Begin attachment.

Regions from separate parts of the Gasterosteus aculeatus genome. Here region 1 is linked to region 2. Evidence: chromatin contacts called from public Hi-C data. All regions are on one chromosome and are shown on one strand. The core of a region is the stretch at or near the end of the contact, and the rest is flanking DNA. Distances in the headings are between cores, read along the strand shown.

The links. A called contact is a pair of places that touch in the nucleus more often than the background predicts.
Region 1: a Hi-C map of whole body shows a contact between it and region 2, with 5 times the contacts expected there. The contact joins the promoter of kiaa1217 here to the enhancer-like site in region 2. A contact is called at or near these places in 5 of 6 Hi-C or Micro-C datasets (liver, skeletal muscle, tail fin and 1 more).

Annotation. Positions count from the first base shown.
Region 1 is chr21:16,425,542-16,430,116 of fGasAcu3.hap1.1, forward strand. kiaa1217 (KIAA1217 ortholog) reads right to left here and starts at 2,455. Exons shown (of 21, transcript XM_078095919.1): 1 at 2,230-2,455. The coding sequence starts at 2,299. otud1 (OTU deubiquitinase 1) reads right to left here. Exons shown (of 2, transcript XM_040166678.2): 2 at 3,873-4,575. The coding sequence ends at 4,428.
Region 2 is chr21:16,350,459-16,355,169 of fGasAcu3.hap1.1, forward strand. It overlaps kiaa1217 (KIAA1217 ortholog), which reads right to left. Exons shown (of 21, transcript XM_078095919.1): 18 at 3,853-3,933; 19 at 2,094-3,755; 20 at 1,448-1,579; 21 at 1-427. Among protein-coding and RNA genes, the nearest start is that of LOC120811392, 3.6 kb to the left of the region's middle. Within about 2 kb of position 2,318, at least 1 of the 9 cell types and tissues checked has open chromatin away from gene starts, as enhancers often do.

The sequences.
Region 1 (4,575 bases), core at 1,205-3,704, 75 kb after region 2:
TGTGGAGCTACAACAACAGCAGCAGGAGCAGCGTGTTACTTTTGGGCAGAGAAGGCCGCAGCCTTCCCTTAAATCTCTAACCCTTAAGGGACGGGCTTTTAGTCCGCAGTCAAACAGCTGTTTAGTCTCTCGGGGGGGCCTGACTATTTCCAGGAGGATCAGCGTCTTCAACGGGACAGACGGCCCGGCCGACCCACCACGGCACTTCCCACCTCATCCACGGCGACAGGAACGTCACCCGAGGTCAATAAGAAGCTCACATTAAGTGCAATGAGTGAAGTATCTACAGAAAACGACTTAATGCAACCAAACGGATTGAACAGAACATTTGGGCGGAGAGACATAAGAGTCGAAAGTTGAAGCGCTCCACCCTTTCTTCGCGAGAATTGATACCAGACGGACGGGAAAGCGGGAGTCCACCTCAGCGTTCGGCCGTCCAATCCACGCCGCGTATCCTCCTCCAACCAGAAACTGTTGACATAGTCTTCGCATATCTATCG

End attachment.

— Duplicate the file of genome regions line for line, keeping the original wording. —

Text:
Regions from separate parts of the Gasterosteus aculeatus genome. Here region 1 is linked to region 2. Evidence: chromatin contacts called from public Hi-C data. All regions are on one chromosome and are shown on one strand. The core of a region is the stretch at or near the end of the contact, and the rest is flanking DNA. Distances in the headings are between cores, read along the strand shown.

The links. A called contact is a pair of places that touch in the nucleus more often than the background predicts.
Region 1: a Hi-C map of whole body shows a contact between it and region 2, with 5 times the contacts expected there. The contact joins the promoter of kiaa1217 here to the enhancer-like site in region 2. A contact is called at or near these places in 5 of 6 Hi-C or Micro-C datasets (liver, skeletal muscle, tail fin and 1 more).

Annotation. Positions count from the first base shown.
Region 1 is chr21:16,425,542-16,430,116 of fGasAcu3.hap1.1, forward strand. kiaa1217 (KIAA1217 ortholog) reads right to left here and starts at 2,455. Exons shown (of 21, transcript XM_078095919.1): 1 at 2,230-2,455. The coding sequence starts at 2,299. otud1 (OTU deubiquitinase 1) reads right to left here. Exons shown (of 2, transcript XM_040166678.2): 2 at 3,873-4,575. The coding sequence ends at 4,428.
Region 2 is chr21:16,350,459-16,355,169 of fGasAcu3.hap1.1, forward strand. It overlaps kiaa1217 (KIAA1217 ortholog), which reads right to left. Exons shown (of 21, transcript XM_078095919.1): 18 at 3,853-3,933; 19 at 2,094-3,755; 20 at 1,448-1,579; 21 at 1-427. Among protein-coding and RNA genes, the nearest start is that of LOC120811392, 3.6 kb to the left of the region's middle. Within about 2 kb of position 2,318, at least 1 of the 9 cell types and tissues checked has open chromatin away from gene starts, as enhancers often do.

The sequences.
Region 1 (4,575 bases), core at 1,205-3,704, 75 kb after region 2:
TGTGGAGCTACAACAACAGCAGCAGGAGCAGCGTGTTACTTTTGGGCAGAGAAGGCCGCAGCCTTCCCTTAAATCTCTAACCCTTAAGGGACGGGCTTTTAGTCCGCAGTCAAACAGCTGTTTAGTCTCTCGGGGGGGCCTGACTATTTCCAGGAGGATCAGCGTCTTCAACGGGACAGACGGCCCGGCCGACCCACCACGGCACTTCCCACCTCATCCACGGCGACAGGAACGTCACCCGAGGTCAATAAGAAGCTCACATTAAGTGCAATGAGTGAAGTATCTACAGAAAACGACTTAATGCAACCAAACGGATTGAACAGAACATTTGGGCGGAGAGACATAAGAGTCGAAAGTTGAAGCGCTCCACCCTTTCTTCGCGAGAATTGATACCAGACGGACGGGAAAGCGGGAGTCCACCTCAGCGTTCGGCCGTCCAATCCACGCCGCGTATCCTCCTCCAACCAGAAACTGTTGACATAGTCTTCGCATATCTATCG